- Obtain necessary licenses and permits
11. Launching the Business:
- Acquire necessary resources (men, material, machinery, money, management)
- Develop an organizational structure and assign tasks
- Create departments and coordinate their work towards achieving organizational objectives
Benefits of a Successful Business to an Entrepreneur
- Increased income and further investment: A successful business generates profits to the owner, some of which is used for consumption purposes. The other part can be used by the entrepreneur to make more investments.
- Self-reliance: Someone becomes his/her own boss; he/she gets to do things for himself/herself and maintains self-confidence by making independent decisions. He/she will be in a position to provide and meet his/her needs.
- Reputation in society: A successful business and its owner are highly respected in society because of the products being provided. This will further help to woo more customers to the business.
- Improved standard of living: Due to income generated by the successful business, the owner can get what he/she wants at any time he/she wants it and as such the standard of living is improved. And in addition to that above the entrepreneur of a successful business can reserve some time, delegate work and enjoy leisure.
- Permanent address for the entrepreneur and identification: A successful business is one that is well established and permanent. Therefore it provides a permanent address for the entrepreneur and workers and at times.
Challenges Faced by Business Entrepreneurs
- Time-consuming: One is subjected to long and irregular working hours, this leads to fatigue and exhaustion. It leads to living a low lifestyle due to too much hard work.
- Uncertainty of income: Someone is not sure of his/her income at the end of a given period. For example: monthly, annually, weekly, etc. Income may not be as secure or regular as it would be working for someone else.
- Low standards of living: An entrepreneur experiences very low standards of living especially in the initial stages when the business has not taken off and still realizing less income which in most cases is ploughed back in the business thus the owner experiences a low standard of life.
- Chance of business failure: There is a risk of losing the money invested in the business if the business fails to succeed.
- Responsibility: There are many different responsibilities and roles you will need to assume.
- Sacrifices: There are so many sacrifices to be made by the entrepreneur, for example; may not have as much family time, may have to make financial sacrifices, etc., in order to succeed.
Factors Leading to Success in a Business
Some businesses succeed while others fail; the following are some of the factors that lead to success in business:
- Clear objectives: The targets of the business to be achieved in a given period of time must be laid out clearly or properly, if the business is to be successful.
- Personal attributes/qualities of the business owner and the employees: The owner, managers, and other workers must have skills if the business is to succeed. Such attributes may include; hard work, initiative, self-confidence, persistence, ability to seek advice from other well-established businesses. Etc.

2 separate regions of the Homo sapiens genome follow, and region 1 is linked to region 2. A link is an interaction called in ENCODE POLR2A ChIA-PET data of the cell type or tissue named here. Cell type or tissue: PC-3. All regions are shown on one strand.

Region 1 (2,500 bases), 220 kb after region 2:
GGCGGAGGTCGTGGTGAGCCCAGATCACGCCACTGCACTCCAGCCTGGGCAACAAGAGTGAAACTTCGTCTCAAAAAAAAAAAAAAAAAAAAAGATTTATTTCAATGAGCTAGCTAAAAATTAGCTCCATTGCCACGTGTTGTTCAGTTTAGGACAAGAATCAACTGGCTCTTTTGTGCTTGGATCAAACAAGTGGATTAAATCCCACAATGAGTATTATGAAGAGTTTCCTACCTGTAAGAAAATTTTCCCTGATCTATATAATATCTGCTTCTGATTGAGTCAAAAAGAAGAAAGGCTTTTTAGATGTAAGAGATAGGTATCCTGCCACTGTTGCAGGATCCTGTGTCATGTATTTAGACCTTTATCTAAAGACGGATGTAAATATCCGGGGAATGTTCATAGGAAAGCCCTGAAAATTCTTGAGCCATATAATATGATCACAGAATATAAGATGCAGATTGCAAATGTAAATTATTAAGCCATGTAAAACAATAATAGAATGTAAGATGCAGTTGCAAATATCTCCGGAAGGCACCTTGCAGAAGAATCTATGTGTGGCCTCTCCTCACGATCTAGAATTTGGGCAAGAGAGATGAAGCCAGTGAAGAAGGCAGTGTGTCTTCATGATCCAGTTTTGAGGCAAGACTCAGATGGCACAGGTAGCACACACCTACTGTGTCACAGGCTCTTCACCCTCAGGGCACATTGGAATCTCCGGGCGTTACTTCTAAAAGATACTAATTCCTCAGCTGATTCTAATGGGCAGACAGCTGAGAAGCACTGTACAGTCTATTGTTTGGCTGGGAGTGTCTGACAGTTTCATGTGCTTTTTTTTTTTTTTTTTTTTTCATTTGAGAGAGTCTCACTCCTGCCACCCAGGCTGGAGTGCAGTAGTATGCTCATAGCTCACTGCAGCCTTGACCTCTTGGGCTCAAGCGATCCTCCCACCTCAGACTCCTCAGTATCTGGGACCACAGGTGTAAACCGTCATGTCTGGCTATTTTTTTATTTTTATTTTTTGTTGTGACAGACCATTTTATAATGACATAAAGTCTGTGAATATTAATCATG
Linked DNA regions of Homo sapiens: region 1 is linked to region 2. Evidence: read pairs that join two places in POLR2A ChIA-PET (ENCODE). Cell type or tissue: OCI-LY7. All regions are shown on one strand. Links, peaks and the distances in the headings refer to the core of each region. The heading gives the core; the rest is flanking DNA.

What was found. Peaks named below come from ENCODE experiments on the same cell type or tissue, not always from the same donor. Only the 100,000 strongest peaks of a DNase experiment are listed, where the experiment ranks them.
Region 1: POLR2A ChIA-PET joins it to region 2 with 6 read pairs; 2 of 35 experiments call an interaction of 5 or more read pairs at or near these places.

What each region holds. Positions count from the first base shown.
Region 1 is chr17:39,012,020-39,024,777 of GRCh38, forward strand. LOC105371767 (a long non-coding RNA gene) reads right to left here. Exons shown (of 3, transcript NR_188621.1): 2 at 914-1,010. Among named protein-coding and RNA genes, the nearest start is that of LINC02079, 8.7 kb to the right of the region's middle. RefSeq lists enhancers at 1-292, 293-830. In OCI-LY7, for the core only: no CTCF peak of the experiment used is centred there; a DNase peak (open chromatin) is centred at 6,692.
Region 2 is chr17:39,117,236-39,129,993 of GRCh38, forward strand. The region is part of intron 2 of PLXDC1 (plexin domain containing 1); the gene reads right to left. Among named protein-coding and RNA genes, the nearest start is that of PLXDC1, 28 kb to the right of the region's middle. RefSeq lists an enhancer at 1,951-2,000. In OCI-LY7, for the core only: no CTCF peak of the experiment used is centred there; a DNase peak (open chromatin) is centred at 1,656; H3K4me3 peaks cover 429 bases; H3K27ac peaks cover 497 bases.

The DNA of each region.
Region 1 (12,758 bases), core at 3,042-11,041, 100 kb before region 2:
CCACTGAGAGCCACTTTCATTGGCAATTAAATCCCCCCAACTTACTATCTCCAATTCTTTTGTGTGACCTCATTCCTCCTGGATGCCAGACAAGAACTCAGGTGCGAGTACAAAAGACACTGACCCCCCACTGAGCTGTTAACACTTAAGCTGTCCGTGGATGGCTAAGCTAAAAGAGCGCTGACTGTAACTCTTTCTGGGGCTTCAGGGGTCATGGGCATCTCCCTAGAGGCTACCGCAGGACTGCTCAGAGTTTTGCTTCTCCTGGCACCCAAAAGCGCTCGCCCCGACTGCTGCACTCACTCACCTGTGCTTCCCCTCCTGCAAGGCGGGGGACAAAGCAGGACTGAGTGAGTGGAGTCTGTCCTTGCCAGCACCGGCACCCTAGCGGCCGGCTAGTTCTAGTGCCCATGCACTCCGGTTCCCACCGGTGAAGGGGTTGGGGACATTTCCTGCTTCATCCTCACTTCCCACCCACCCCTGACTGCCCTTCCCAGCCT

- Proper planning: If any business is to succeed the owner must operate it effectively following a clear definite plan and putting in efforts to make sure that it is implemented.
- Proper organization: The business must be well organized in order to succeed. This involves putting in place proper structures and systems to ensure that the business runs smoothly and efficiently.
- Effective leadership: The business owner must be an effective leader who can motivate and inspire employees to work towards the achievement of the business’s goals.
- Financial management: The business owner must have good financial management skills in order to ensure that the business is profitable and financially sustainable.
- Marketing and sales: The business must have a strong marketing and sales strategy in place in order to attract and retain customers.
- Customer service: The business must provide excellent customer service in order to keep customers satisfied and coming back for more.
- Innovation: The business must be innovative and constantly looking for new ways to improve its products or services in order to stay ahead of the competition.
- Adaptability: The business must be adaptable and able to change and adjust to new market conditions and customer needs in order to survive and thrive.
Types of Business Records
1. Accounting Records:
- Accounting records document a business’s transactions, including information about income, expenses, and equity.
- The government requires businesses to keep financial documents that show income and expenses.
- Accounting records help businesses file their income tax returns accurately.
2. Bank Statements:
- Bank statements are records of all accounts with a bank, including savings, investments, and credit cards.
- Reconciling bank statements with accounting records helps businesses identify any mistakes in their books.
- Comparing bank records to financial records helps businesses see if there are any discrepancies.
3. Legal Documents: